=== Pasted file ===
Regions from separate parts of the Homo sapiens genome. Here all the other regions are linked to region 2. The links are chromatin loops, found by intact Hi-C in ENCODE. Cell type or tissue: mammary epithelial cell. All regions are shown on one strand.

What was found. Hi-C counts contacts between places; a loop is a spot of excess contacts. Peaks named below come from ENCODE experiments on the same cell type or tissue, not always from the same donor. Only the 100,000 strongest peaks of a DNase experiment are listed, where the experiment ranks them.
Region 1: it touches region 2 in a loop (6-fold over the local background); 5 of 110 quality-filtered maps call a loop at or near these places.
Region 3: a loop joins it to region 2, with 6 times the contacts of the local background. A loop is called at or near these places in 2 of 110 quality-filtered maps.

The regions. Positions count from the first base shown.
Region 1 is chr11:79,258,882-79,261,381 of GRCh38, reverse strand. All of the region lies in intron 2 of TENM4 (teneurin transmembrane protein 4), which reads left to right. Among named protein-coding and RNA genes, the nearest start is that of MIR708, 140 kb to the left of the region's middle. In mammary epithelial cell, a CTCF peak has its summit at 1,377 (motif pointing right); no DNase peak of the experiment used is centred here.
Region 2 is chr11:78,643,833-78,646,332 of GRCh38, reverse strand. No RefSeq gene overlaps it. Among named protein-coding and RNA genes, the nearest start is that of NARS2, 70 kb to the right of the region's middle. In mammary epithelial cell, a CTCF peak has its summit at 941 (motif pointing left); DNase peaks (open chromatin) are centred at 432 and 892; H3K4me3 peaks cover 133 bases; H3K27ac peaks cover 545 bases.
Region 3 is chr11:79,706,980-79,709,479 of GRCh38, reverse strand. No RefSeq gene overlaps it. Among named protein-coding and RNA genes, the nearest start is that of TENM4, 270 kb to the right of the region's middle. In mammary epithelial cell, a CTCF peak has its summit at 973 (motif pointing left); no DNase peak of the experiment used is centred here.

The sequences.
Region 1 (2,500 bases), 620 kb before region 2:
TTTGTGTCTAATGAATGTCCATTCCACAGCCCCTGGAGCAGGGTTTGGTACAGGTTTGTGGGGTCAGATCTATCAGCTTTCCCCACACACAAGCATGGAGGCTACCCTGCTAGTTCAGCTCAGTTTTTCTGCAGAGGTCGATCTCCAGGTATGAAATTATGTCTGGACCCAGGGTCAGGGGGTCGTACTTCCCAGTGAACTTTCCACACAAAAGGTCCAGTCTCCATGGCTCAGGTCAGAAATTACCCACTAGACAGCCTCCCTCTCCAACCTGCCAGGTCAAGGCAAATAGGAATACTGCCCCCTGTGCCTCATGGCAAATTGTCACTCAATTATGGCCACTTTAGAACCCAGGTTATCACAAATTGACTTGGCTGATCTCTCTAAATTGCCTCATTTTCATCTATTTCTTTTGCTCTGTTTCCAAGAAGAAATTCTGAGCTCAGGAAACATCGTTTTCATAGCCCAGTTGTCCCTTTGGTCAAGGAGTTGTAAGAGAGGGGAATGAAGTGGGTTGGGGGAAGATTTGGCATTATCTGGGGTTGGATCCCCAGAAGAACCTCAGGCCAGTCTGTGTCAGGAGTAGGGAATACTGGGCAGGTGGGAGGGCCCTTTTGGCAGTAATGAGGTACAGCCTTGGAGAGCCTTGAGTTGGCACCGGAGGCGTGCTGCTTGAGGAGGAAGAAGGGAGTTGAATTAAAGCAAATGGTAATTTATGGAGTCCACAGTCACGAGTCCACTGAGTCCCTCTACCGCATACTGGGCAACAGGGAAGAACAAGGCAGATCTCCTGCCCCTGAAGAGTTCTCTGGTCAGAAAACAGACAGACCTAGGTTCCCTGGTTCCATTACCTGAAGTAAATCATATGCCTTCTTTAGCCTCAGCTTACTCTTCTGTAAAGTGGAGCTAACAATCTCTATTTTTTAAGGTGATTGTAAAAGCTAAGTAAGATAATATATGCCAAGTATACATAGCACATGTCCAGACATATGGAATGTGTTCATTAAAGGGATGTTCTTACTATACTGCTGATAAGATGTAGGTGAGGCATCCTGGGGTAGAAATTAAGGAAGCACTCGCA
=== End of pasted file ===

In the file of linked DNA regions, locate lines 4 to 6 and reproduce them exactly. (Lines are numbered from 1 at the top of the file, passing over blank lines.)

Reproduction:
Region 3: a loop joins it to region 2, with 6 times the contacts of the local background. A loop is called at or near these places in 2 of 110 quality-filtered maps.

The regions. Positions count from the first base shown.
Region 1 is chr11:79,258,882-79,261,381 of GRCh38, reverse strand. All of the region lies in intron 2 of TENM4 (teneurin transmembrane protein 4), which reads left to right. Among named protein-coding and RNA genes, the nearest start is that of MIR708, 140 kb to the left of the region's middle. In mammary epithelial cell, a CTCF peak has its summit at 1,377 (motif pointing right); no DNase peak of the experiment used is centred here.